Creativity and Emptiness

Going up to McGee Creek last weekend to feel the sunshine, see the stars, smell the campfire and sleep alongside the whisper of the wind did something to me. I hadn’t been camping in over eighteen years, so it’s no wonder that I was struck with childhood memories, moments wrought with emotion at remembering my grandparents who’ve passed, a renewed appreciation for Mother Nature, and even just the sound of my own breath amidst something I know very little of—silence. The whole experience knocked me over even as it uplifted me—reminding me of my need for vacation and basically, my need to just “be.”

The High Sierras seemed to wag their proverbial fingers at me, shaming me for being so busy and encouraging me to do more of this thing called “nothing” and learn to just “be.”

Doing nothing is not something I’m good at—and I never have been. Even now, in my mid-fifties, I’ve taken to playing solitaire on my iPhone to keep my mind occupied. This jaunt through the canyons has caused me to re-think my little addiction to tiny technologies that fit into my back pocket. And in fact, my own children (who are now the same age I was when I last camped) have been encouraging me to meditate for years. Meditating is the practice of doing nothing, of calming the mind and finding one’s center.

While I don’t traditionally meditate like a yogi, in criss-cross-applesauce position—fingers poised and eyes closed, I do dabble in pseudo-meditative activities. Aside from singing, I have been known to slap paint on a blank canvas just to watch it drip, then dry. As a poet, I am experienced in the use of empty space called whitespace. Though I am not a sculptor, I am keenly aware of the negative space in sculpture that can define the form—as important as the solid shape itself. So, it does stand to reason that for Creative works, emptiness and nothingness are what actually express meaning. I concede that there is something to this nothingness.

Creativity seems to warrant empty space. In her book, “The Artist’s Way” Julia Cameron urges artists to keep margins in their calendars, as well as to carve out play dates for the practice of not-doing. Albert Einstein is known for having spent long afternoons doing just that–nothing, engaging only his imagination. Salvador Dali claimed that falling into a half-sleep state would cause him to slip into this liminal space—this slot of nothing. Meditation changes our brain’s Beta waves to Alpha and Theta waves, which relieve stress and promote well-being. Even a plant whose roots are crowded into a tiny pot can thrive when transplanted into a bigger pot and the roots can spread out. Space is good. Emptiness is powerful. Especially when that space is internal, dark, and undefined.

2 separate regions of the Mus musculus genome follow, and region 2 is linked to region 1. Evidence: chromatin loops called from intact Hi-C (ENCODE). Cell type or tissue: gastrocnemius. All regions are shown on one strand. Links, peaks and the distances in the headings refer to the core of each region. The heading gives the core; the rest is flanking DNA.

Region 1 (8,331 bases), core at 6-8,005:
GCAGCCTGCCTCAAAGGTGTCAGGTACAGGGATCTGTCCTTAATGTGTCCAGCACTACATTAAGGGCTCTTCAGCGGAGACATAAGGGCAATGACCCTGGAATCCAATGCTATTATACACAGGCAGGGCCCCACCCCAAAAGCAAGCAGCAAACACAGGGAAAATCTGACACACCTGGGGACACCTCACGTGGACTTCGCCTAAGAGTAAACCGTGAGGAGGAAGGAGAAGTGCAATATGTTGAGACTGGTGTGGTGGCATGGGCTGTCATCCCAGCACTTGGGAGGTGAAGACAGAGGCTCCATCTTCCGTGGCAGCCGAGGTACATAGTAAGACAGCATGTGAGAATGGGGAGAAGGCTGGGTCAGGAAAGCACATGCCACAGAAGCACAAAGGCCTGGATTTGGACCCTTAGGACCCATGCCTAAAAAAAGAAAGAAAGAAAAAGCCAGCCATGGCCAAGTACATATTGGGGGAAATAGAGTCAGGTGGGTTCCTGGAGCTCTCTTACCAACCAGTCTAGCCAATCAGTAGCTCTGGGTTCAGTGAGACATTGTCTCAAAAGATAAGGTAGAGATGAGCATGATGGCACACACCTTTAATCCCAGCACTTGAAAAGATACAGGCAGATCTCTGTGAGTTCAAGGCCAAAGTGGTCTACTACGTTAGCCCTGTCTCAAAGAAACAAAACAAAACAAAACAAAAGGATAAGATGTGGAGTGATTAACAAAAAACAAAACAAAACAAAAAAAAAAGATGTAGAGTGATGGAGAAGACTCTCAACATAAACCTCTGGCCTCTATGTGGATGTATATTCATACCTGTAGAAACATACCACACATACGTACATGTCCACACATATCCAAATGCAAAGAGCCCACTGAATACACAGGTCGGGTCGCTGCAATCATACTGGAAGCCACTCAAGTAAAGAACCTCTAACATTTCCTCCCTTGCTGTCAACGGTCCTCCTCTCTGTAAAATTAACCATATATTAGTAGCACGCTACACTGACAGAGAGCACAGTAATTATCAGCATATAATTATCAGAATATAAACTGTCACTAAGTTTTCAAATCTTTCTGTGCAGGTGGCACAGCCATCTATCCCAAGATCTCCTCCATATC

Not everyone’s schedule is as jam-packed as mine, but many of us do operate on a level-of-busy that flies in the face of the desert fathers’ or Buddhist monks’ idea of a good life. Learning to embrace the idea of letting go is a good beginning for both self-development and Creative works. We don’t even have to drive five hours north of Santa Clarita to experience it, either.

Nothing is everywhere.

I have to hand it to Oprah and Chopra for introducing our pop culture to meditation and marketing ideas like Super-Soul Sunday (in direct opposition to Kim Kardashian’s famed obsession with wedgies and vintage thongs) where concerned millions congregate via cyberspace to meditate and improve their practice of doing nothing. Gathering the collective around an invisible campfire to release stress is quite an accomplishment even if it’s in a file-format or a pod cast.  Meditating helps to Create healthier individuals and these individuals are what make up society. When we contemplate together, we are connected—which is the ultimate mission of Creativity. Sometimes it just might take empty space to fulfill this mission, but there’s plenty of it to go around.